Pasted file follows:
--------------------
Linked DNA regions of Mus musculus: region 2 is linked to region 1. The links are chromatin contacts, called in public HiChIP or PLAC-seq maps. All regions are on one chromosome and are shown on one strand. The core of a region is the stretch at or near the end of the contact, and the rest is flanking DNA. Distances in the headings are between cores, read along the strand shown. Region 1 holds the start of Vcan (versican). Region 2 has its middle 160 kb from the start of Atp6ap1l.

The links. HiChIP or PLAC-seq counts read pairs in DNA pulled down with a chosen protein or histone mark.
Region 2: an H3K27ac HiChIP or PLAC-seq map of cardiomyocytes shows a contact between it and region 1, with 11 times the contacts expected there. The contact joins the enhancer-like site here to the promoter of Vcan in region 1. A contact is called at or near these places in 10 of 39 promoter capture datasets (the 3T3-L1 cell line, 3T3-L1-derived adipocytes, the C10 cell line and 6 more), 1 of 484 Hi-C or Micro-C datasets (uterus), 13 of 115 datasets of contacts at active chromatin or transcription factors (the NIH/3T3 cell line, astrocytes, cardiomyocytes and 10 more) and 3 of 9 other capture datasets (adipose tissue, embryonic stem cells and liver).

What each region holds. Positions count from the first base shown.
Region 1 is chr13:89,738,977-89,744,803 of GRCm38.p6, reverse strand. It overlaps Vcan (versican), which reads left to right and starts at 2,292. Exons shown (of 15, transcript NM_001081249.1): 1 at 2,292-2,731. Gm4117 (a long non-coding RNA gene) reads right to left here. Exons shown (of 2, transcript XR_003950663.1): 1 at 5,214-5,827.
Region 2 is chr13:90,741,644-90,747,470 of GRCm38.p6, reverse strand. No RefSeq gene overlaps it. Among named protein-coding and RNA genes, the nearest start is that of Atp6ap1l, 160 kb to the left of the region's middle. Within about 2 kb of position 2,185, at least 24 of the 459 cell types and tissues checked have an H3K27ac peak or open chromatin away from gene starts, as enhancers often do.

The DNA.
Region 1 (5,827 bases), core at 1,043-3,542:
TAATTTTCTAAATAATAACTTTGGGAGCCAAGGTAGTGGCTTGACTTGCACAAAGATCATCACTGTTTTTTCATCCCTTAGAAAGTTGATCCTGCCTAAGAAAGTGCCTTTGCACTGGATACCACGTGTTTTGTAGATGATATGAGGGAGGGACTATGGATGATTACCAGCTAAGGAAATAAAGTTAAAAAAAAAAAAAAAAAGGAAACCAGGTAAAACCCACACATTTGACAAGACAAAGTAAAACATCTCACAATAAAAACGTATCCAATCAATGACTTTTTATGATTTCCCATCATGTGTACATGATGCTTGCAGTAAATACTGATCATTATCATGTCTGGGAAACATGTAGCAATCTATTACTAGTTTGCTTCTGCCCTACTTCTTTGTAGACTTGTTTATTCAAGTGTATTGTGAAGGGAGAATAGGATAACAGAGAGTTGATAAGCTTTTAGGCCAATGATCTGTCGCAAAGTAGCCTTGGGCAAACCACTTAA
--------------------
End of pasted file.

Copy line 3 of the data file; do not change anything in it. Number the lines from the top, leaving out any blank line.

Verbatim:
Region 2: an H3K27ac HiChIP or PLAC-seq map of cardiomyocytes shows a contact between it and region 1, with 11 times the contacts expected there. The contact joins the enhancer-like site here to the promoter of Vcan in region 1. A contact is called at or near these places in 10 of 39 promoter capture datasets (the 3T3-L1 cell line, 3T3-L1-derived adipocytes, the C10 cell line and 6 more), 1 of 484 Hi-C or Micro-C datasets (uterus), 13 of 115 datasets of contacts at active chromatin or transcription factors (the NIH/3T3 cell line, astrocytes, cardiomyocytes and 10 more) and 3 of 9 other capture datasets (adipose tissue, embryonic stem cells and liver).